What happened at Sandy Hook Elementary School and how can we possibly make sense of such a heartbreaking situation?
Each day that we open our doors for learning we are affecting the future. Our schools are absolutely designed for curriculum goals and preparing society’s future citizens – but our job, as educators, is so much more than that. Schools are organic and dynamic. They can be a refuge from broken homes and shattered dreams. We affect students each day with our humanity and compassion for their lives and our approaches to shaping them into responsible and caring individuals.
We have a duty and obligation to prepare our students for the real world. They live in a time where horrible atrocities are possible – but these kinds of evil have always been present. The absolute horror of losing 20 first-graders and 6 educators to such an evil and inconceivable act of violence serves as a reminder of exactly what is at stake for educators and society when it comes to teaching our youth.
As educators, we are charged with the protection and care of our students. Mental health initiatives, crisis response programs and psychological assessments can help us to identify, support, and even, treat, students who are “at risk,” depressed, or disengaged from life and its values. But it is those lessons that focus on character, those projects that center on social issues, and even, those classroom conversations about events such as the Newtown shooting that allow us to educate our students about the fragility of life and the critical need to protect it.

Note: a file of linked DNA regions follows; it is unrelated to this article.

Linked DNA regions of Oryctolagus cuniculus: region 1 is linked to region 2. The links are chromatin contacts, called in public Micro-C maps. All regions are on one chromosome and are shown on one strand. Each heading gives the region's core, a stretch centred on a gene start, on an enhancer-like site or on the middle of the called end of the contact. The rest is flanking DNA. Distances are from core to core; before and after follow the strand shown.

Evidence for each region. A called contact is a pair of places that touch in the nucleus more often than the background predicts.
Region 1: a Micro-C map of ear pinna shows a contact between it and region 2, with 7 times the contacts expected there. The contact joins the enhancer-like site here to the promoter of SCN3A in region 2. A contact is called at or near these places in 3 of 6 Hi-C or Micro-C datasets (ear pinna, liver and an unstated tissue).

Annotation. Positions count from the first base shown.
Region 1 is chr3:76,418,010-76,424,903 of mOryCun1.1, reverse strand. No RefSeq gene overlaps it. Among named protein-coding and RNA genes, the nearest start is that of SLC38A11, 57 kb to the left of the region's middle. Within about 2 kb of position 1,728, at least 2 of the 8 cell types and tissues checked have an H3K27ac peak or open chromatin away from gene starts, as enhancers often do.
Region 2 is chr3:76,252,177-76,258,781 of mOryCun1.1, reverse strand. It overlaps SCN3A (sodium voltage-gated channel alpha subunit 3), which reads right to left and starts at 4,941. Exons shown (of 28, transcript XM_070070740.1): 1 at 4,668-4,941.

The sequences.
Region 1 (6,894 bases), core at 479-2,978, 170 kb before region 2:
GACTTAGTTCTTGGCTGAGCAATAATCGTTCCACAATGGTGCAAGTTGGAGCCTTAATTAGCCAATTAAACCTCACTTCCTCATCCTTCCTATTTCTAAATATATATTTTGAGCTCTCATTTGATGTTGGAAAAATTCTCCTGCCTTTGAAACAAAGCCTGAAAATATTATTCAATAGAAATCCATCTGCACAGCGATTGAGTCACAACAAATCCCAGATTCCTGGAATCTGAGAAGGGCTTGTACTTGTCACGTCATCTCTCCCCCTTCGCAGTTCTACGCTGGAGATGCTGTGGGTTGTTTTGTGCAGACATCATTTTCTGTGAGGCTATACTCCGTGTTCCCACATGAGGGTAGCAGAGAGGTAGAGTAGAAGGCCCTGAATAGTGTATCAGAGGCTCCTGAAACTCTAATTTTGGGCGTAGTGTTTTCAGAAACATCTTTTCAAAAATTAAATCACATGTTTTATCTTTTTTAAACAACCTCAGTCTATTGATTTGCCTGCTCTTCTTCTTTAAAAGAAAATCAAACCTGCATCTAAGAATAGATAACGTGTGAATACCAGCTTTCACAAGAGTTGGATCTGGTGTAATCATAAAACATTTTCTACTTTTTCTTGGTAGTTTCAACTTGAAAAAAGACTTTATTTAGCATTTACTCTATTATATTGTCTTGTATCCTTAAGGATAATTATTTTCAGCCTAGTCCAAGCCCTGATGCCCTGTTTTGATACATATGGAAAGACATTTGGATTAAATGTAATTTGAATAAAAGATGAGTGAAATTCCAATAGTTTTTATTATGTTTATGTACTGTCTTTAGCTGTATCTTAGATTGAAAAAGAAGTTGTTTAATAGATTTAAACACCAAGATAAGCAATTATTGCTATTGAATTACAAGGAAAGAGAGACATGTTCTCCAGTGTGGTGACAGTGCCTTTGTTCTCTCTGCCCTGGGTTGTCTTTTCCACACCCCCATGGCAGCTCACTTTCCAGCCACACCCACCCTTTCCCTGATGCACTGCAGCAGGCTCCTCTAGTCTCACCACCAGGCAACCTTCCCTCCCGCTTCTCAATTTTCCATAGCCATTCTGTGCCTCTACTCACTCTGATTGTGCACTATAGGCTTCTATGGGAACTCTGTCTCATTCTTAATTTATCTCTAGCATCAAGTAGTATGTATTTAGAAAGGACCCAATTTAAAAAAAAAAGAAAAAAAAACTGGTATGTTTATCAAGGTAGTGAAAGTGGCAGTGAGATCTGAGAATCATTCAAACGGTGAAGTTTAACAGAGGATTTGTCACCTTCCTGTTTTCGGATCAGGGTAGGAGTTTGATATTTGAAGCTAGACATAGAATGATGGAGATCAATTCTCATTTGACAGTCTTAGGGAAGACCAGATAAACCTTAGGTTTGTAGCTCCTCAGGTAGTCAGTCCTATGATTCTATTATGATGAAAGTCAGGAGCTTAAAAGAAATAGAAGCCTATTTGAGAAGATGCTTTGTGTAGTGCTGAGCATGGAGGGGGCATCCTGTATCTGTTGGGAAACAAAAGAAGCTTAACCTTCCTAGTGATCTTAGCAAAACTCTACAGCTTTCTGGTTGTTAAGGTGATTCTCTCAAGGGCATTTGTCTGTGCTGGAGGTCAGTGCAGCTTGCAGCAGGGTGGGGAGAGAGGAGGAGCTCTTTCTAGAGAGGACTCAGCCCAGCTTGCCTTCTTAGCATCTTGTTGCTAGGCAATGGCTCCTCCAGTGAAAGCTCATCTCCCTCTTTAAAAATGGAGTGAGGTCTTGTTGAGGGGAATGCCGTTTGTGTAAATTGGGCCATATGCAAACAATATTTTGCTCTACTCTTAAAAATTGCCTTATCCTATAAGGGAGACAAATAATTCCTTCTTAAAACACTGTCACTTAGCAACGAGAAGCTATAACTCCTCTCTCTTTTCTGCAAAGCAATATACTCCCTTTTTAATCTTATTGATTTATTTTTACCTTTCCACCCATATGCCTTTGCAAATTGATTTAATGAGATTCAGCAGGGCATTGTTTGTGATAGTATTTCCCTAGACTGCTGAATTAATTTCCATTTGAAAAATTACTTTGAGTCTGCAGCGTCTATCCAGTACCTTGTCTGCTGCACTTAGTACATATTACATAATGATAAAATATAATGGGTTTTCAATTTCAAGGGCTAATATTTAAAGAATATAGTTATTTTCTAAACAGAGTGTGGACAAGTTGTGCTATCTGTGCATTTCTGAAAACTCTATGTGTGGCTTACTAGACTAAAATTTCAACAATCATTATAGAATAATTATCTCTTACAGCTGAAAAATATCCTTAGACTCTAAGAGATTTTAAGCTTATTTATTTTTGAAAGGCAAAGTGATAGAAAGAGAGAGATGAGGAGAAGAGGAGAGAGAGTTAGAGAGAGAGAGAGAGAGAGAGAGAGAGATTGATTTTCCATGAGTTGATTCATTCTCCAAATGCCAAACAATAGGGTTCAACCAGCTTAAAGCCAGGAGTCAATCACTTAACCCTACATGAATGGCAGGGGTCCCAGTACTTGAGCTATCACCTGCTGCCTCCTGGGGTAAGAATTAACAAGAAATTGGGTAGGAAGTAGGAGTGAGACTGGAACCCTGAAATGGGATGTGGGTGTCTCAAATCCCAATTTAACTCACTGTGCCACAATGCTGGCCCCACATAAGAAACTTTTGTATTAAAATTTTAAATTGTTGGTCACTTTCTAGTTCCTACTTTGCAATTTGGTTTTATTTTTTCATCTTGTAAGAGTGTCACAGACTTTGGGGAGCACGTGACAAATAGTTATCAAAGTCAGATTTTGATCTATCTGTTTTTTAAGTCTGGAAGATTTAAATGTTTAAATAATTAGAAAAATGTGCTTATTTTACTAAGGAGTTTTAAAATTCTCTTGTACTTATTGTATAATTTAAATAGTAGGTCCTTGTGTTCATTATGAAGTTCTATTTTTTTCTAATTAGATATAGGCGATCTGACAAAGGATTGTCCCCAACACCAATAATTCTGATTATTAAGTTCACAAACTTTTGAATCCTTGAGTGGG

Schools act as central places for communities that should teach to the “whole student,” and in doing so, prepare students for the outside world. There is so much more to schools than reading, writing and arithmetic (as the traditional addem goes), we need to teach the person in an individualized way, starting from where they are and focusing on what they need.
To do this, we educators, need to listen to our students and build on their strengths. We must deliver our programming in ways that increase success and grow self-esteem. We should personalize the learning for the “whole” student – body, mind and soul – to holistically prepare our youth for the world in which they live.
Some of our most powerful teachable moments come out of tragedies such as the Newtown Shooting, what terrible or devastating event have you needed to address with your students? How did you approach the situation as an educator?
During Neilʼs 9 years of teaching experience, he has taught in London, England; Ontario; public and private schools; elementary and secondary; junior; intermediate; core french; developmental skills; and now junior gifted (grades 4,5,6). He is a Reading Specialist that has been incorporating technology in his practice consistently throughout his career. Neil has recently published his first book entitled “Ignite. Incite. Inspire.” – Examining 21st Century Issues in Education, which is a collection of teaching articles and posts written from January to December 2011.